The central image is a map of the United States, upon which illustrator F. E. Cheeseman has overlaid hundreds of images including football players in action as well as the seals, banners, mascots and stadiums of major football schools. Large red stars indicate the names, schools and positions of 1940 All-Americans; while blue stars list conference champions. Insets around the main map include a small map locating the collegiate football conferences; images of hand signals used by football officials; and vignettes of “traditional trophies.” Professional football is mentioned, but only inconspicuously, an indicator of its subordinate status to the college game in the pre-war years.
The map was published as a promotional by Albert Richard Co., a Milwaukee-based manufacturer of men’s outerwear. It was probably touted in periodicals such as Boys’ Life magazine, whose readers were invited to order a copy gratis. Here for example is an advert for an early football map issued by the firm, the Pigskin Panorama.
“It’s entirely new and more colorful than ever before . . . a real Pigskin Panorama! The 1938 Albert Richard Football Map shows locations, official colors and nicknames of 236 leading colleges. Also major “Pro” teams. Identifies conference members and 1938 champions. A real man-size [!!!] (26 x 19 inches) decorative work of art! Lists Albert Richard 1938 All-American Teams and invites you to help pick this year’s outstanding eleven. You’ll want to hang it in your room for all your friends to admire. Be the first of your “gang” to have this handsomely illustrated Football map! Mail coupon below NOW for your FREE copy.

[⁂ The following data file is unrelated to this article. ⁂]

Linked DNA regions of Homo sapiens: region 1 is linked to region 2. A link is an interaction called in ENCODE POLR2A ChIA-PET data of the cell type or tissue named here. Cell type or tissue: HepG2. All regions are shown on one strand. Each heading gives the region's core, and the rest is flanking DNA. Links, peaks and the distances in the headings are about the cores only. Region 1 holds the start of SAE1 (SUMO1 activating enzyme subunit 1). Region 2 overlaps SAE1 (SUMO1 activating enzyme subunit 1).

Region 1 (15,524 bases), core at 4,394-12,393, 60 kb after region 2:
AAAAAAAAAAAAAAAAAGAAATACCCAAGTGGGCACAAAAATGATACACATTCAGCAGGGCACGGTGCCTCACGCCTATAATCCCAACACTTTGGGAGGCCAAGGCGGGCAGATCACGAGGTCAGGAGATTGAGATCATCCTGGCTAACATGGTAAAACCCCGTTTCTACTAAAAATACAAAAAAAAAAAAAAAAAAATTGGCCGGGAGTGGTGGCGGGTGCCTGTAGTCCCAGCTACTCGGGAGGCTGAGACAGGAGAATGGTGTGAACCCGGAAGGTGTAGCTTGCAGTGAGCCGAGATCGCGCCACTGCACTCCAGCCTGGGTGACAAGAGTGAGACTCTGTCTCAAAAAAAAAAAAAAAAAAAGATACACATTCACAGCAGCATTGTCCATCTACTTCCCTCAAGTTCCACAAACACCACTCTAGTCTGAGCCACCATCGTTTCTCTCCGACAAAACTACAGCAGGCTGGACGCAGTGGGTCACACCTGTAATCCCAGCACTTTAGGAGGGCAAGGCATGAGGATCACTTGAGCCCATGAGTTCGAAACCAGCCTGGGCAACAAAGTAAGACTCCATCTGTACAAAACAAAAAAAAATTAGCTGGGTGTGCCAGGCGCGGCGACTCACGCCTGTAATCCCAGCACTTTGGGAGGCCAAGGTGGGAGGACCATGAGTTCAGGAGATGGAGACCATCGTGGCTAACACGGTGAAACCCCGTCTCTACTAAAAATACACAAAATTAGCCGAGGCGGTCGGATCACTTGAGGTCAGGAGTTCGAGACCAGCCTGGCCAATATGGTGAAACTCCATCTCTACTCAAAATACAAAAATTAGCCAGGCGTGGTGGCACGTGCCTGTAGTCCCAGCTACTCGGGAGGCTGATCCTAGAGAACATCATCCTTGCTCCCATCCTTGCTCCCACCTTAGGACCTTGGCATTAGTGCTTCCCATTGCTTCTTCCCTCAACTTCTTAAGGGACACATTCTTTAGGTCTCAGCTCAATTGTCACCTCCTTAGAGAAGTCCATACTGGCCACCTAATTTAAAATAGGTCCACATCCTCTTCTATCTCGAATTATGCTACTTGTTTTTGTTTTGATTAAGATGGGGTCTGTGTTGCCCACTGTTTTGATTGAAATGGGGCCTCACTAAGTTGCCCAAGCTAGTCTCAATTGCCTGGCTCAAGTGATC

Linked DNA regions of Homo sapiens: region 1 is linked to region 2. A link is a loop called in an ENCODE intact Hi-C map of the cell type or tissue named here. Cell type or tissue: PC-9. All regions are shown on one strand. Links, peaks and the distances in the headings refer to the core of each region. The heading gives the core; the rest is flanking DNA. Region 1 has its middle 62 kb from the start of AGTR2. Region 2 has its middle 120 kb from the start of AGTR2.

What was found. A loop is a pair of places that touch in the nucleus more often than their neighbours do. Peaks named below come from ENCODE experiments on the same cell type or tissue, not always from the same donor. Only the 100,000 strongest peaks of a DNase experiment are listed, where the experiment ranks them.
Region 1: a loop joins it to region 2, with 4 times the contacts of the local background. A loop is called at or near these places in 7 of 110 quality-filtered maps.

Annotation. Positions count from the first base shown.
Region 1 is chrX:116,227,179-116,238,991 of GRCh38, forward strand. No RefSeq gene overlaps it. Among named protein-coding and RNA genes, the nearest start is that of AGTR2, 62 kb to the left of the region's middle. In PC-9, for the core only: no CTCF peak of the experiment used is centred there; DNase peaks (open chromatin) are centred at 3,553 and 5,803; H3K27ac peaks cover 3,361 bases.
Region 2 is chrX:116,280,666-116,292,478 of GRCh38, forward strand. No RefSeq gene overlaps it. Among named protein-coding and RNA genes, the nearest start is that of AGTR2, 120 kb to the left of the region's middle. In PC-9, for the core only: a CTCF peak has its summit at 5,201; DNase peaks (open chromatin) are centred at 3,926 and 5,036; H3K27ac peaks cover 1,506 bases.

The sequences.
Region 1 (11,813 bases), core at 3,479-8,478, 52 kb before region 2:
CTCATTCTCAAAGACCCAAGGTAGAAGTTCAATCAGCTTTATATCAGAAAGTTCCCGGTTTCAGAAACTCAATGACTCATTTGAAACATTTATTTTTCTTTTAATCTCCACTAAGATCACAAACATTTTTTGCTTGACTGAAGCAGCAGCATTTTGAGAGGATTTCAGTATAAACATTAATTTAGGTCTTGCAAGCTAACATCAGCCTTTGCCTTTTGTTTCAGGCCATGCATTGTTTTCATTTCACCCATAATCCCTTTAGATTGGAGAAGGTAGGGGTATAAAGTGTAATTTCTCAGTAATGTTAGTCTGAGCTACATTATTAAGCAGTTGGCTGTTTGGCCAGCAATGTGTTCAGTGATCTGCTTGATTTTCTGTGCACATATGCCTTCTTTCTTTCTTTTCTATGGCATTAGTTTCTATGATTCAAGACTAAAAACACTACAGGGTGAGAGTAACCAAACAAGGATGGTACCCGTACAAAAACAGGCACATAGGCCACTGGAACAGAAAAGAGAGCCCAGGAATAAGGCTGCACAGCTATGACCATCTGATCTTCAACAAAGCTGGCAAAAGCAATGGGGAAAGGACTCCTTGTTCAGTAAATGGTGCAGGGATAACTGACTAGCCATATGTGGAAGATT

“You’ll prefer ALBERT RICHARD leather coats and mackinaws. They’re the choice of All-Americans.” (Boys’ Life, vol. XXIX, no. 9 (Sept. 1939), p. 41)
Albert Richard had previously issued football maps in 1938, 1939 and 1940, all drawn by F. E. Cheeseman. Following the outbreak of the Second World War the firm and Cheeseman turned to more appropriate patriotic themes, such as the Patriotic Panorama of the United States (1942) and Aviation Cavalcade (1944). The football theme reappeared at least once, in 1950. This was the work of a new artist, G.E. Smith, who eschewed Cheeseman’s bold Art Deco style for a softer, mid-century look.
Rumsey #11884. Virga and Brinkely, Eyes of the Nation: A Visual History of the United States, pp. 300-301 (illus.)